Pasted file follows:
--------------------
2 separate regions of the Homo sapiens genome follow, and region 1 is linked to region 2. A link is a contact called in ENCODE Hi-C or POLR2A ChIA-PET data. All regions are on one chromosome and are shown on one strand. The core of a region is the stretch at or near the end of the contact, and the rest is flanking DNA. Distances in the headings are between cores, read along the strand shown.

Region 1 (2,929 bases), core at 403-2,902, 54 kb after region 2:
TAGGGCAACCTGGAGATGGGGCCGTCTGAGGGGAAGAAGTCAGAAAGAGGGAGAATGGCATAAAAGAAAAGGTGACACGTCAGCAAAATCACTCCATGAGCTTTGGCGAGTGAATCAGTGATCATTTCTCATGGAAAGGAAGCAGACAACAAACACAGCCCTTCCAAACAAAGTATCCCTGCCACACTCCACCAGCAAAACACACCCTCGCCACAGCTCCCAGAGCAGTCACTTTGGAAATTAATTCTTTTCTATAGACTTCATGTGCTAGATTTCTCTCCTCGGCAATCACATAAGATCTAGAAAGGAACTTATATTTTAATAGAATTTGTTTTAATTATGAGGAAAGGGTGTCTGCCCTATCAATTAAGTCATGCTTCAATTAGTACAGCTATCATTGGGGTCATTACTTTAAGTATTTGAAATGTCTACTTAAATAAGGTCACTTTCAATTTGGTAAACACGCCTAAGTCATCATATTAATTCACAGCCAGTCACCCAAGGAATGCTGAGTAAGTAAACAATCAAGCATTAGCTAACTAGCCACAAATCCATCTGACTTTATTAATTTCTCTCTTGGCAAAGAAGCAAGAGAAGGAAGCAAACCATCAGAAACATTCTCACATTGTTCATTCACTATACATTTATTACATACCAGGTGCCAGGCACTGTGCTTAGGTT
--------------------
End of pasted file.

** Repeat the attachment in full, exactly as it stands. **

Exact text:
2 separate regions of the Homo sapiens genome follow, and region 1 is linked to region 2. A link is a contact called in ENCODE Hi-C or POLR2A ChIA-PET data. All regions are on one chromosome and are shown on one strand. The core of a region is the stretch at or near the end of the contact, and the rest is flanking DNA. Distances in the headings are between cores, read along the strand shown.

Region 1 (2,929 bases), core at 403-2,902, 54 kb after region 2:
TAGGGCAACCTGGAGATGGGGCCGTCTGAGGGGAAGAAGTCAGAAAGAGGGAGAATGGCATAAAAGAAAAGGTGACACGTCAGCAAAATCACTCCATGAGCTTTGGCGAGTGAATCAGTGATCATTTCTCATGGAAAGGAAGCAGACAACAAACACAGCCCTTCCAAACAAAGTATCCCTGCCACACTCCACCAGCAAAACACACCCTCGCCACAGCTCCCAGAGCAGTCACTTTGGAAATTAATTCTTTTCTATAGACTTCATGTGCTAGATTTCTCTCCTCGGCAATCACATAAGATCTAGAAAGGAACTTATATTTTAATAGAATTTGTTTTAATTATGAGGAAAGGGTGTCTGCCCTATCAATTAAGTCATGCTTCAATTAGTACAGCTATCATTGGGGTCATTACTTTAAGTATTTGAAATGTCTACTTAAATAAGGTCACTTTCAATTTGGTAAACACGCCTAAGTCATCATATTAATTCACAGCCAGTCACCCAAGGAATGCTGAGTAAGTAAACAATCAAGCATTAGCTAACTAGCCACAAATCCATCTGACTTTATTAATTTCTCTCTTGGCAAAGAAGCAAGAGAAGGAAGCAAACCATCAGAAACATTCTCACATTGTTCATTCACTATACATTTATTACATACCAGGTGCCAGGCACTGTGCTTAGGTT